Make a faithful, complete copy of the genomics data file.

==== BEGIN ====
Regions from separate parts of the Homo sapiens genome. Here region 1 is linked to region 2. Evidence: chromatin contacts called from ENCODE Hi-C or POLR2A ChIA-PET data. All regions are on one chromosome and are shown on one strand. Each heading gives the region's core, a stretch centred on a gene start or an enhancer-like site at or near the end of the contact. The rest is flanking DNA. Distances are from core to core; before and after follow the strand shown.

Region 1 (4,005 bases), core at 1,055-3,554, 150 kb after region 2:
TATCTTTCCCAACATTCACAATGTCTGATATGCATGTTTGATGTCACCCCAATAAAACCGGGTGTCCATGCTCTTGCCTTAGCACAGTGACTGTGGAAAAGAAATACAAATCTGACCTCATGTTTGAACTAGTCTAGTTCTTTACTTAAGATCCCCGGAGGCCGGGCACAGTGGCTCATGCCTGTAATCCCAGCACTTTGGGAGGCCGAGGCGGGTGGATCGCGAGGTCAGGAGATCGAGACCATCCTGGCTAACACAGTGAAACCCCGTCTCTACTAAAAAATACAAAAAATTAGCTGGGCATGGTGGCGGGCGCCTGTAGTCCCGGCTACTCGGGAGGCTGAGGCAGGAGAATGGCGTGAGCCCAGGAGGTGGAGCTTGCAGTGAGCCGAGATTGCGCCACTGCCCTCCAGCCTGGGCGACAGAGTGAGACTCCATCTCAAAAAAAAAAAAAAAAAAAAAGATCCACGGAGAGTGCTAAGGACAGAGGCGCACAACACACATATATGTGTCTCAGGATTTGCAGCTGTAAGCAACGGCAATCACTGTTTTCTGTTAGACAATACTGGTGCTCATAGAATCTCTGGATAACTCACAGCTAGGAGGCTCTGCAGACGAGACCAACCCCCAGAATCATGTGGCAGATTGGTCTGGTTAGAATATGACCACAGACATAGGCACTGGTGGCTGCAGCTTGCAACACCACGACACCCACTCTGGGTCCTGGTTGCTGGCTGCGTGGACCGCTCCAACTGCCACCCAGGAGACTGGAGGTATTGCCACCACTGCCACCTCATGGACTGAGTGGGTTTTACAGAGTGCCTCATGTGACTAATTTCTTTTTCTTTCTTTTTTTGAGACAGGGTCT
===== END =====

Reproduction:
Regions from separate parts of the Homo sapiens genome. Here region 1 is linked to region 2. Evidence: chromatin contacts called from ENCODE Hi-C or POLR2A ChIA-PET data. All regions are on one chromosome and are shown on one strand. Each heading gives the region's core, a stretch centred on a gene start or an enhancer-like site at or near the end of the contact. The rest is flanking DNA. Distances are from core to core; before and after follow the strand shown.

Region 1 (4,005 bases), core at 1,055-3,554, 150 kb after region 2:
TATCTTTCCCAACATTCACAATGTCTGATATGCATGTTTGATGTCACCCCAATAAAACCGGGTGTCCATGCTCTTGCCTTAGCACAGTGACTGTGGAAAAGAAATACAAATCTGACCTCATGTTTGAACTAGTCTAGTTCTTTACTTAAGATCCCCGGAGGCCGGGCACAGTGGCTCATGCCTGTAATCCCAGCACTTTGGGAGGCCGAGGCGGGTGGATCGCGAGGTCAGGAGATCGAGACCATCCTGGCTAACACAGTGAAACCCCGTCTCTACTAAAAAATACAAAAAATTAGCTGGGCATGGTGGCGGGCGCCTGTAGTCCCGGCTACTCGGGAGGCTGAGGCAGGAGAATGGCGTGAGCCCAGGAGGTGGAGCTTGCAGTGAGCCGAGATTGCGCCACTGCCCTCCAGCCTGGGCGACAGAGTGAGACTCCATCTCAAAAAAAAAAAAAAAAAAAAAGATCCACGGAGAGTGCTAAGGACAGAGGCGCACAACACACATATATGTGTCTCAGGATTTGCAGCTGTAAGCAACGGCAATCACTGTTTTCTGTTAGACAATACTGGTGCTCATAGAATCTCTGGATAACTCACAGCTAGGAGGCTCTGCAGACGAGACCAACCCCCAGAATCATGTGGCAGATTGGTCTGGTTAGAATATGACCACAGACATAGGCACTGGTGGCTGCAGCTTGCAACACCACGACACCCACTCTGGGTCCTGGTTGCTGGCTGCGTGGACCGCTCCAACTGCCACCCAGGAGACTGGAGGTATTGCCACCACTGCCACCTCATGGACTGAGTGGGTTTTACAGAGTGCCTCATGTGACTAATTTCTTTTTCTTTCTTTTTTTGAGACAGGGTCT